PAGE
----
Investment tax credits and other tax incentives. Tax credits are used widely in the United States and is similar to an investment subsidy, except that another channel is used to distribute the funds: the benefit is given to the projects in the form of a tax refund rather than upfront payment. A tax credit is a dollar-for-dollar reduction in the income taxes that a person or company claiming the credit would otherwise pay the government. The U.S. tax credit is based on the amount of investment made, for example both the residential and commercial consumers can claim 30 percent of the amount invested in solar in 2019 (which will reduce to 10 percent by 2021) as reduction from the tax liability.
Accelerated depreciation. Power plants are allowed to depreciate their assets at a rate that is higher than normal depreciation rates (which are linked to the average lifetime of an asset). This is helpful because as per accounting rules, depreciation can be deducted from profits and thus reduces the taxes payable by renewable energy generators. The amount of accelerated depreciation varies. For example, in Germany 20 percent extra depreciation can be claimed in first few years, while in India, 80 percent of the asset can be depreciated in first two years. In effect, accelerated depreciation are very similar to tax credits and investment subsidies. However, being embodied in the tax code, they are more easily overlooked in the public policy debate.
Loans and guarantees. Several countries use direct lending by state owned financial institutions to reduce the cost at which financing is available to renewable energy banks. For example, in Germany the state owned KfW provided subsidized financing of EUR 100bn between 2012 and 2016. The Republic of Korea has pledged to invest USD 36 billion in clean energy by 2020, with 79% of the funds earmarked for deployment of renewable energy and 11% for energy storage.
3. Quantity based schemes
Many jurisdictions provide monetary support for generation of renewables based electricity. Some support schemes target the total quantity or renewable energy. These are discussed in the following.
Purchase obligations or portfolio standards. One way to increase the share of electricity coming from renewable energy sources is to directly mandate electricity consumers to meet a certain percentage of their power demand through renewable energy. Indeed, in the past many jurisdictions have imposed such “Purchase Obligations” or “Renewable Portfolio Standards” (RPS). Usually, a purchase obligation or portfolio standard is applied on the retail supplier (electricity provider) or the distribution company instead of being applied directly on individual consumers. Of course, in a liberalized electricity market, large consumers, who directly procure power from the electricity markets or generators, may be required to meet this requirement directly. It is important to note that unlike policy level targets for that are applied at country level purchase obligations that are to be met by consumers are legally binding and non-compliance may lead to penalties. They are not mere policy goals, but proper instruments.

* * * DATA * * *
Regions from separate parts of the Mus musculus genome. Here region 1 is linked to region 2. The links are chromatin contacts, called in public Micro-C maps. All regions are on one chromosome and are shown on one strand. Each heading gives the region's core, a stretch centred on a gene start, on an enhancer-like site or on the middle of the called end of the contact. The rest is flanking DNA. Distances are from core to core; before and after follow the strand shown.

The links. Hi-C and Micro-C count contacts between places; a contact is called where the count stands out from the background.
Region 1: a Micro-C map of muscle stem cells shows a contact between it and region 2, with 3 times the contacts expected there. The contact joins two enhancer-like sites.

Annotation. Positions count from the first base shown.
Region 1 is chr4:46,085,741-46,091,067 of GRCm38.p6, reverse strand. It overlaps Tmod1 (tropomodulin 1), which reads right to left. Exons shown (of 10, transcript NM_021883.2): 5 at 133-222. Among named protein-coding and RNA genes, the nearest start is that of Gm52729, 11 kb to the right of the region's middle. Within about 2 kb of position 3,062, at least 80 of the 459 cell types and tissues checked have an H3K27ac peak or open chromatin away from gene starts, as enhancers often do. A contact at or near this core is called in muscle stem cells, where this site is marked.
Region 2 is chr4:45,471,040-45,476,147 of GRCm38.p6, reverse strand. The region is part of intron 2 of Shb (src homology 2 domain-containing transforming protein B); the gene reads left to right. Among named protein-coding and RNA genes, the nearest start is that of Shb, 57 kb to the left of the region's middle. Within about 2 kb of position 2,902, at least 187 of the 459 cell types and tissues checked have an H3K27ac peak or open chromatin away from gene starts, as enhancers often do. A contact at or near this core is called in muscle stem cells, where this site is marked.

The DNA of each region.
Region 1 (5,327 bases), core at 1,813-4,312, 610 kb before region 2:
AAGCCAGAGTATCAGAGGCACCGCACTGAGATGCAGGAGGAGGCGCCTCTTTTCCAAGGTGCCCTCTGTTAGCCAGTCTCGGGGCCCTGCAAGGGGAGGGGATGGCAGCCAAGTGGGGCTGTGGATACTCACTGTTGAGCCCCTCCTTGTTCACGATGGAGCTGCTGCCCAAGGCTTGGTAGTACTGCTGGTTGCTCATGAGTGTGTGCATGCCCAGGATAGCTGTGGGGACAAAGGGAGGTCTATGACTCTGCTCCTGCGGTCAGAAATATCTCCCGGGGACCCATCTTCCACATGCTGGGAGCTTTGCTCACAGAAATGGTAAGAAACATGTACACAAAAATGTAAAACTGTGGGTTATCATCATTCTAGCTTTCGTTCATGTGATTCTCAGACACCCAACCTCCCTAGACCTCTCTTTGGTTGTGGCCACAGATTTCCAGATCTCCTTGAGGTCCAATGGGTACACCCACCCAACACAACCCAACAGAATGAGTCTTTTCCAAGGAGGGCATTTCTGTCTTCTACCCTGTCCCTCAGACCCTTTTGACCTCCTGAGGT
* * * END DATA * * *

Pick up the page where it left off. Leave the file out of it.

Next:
Tradable Green Certificates. Though conceptually distinct, purchase obligations are almost always complimented by a framework of tradable green certificates. Renewable electricity generators can obtain a green energy certificate for every MWh of electricity produced by them. These certificates can then be sold in a market for such certificates to electricity providers who are mandated to purchase them. Creating such tradable certificates is useful as it allows electricity providers to buy green certificates instead of electricity from renewable energy power plants. This may be an attractive option for those who already have contracted sufficient quantity of conventional power or who cannot get renewable power contracts due to transmission or geographical constraints. More generally speaking, tradable certificates allow gains from trade, as the most efficient renewable energy sources are incentivized to produce.
Similarities with “cap & trade”. The combination of purchase obligations and green certificates trading mechanism, which is a “floor and trade schemes” mechanism (as against the “cap and trade” mechanisms for CO2 like the EU Emissions Trading System), indirectly supports deployment of renewables by generating demand for renewable energy. They were one of the earliest support schemes to be deployed and continue to be used worldwide although the pace of implementation has slowed notably in recent years. Shift away from RPS. At the national level, for the second year in a row, no new policies were introduced in 2016. At the sub-national level, however, portfolio standards trends are more dynamic. For instance, in the United States, 29 of 50 states, the District of Columbia and 3 territories had targets set under RPS by 2016 (REN21). In India, where RPS is also employed at the sub-national level, the obligation is not enforced strictly and most states have moved to feed-in-tariffs for supporting renewables.
4. Price based schemes
Price support schemes involve a payment per unit of electricity generated to the owner of the renewable energy power plant. The most important price support schemes in use are discussed in the following.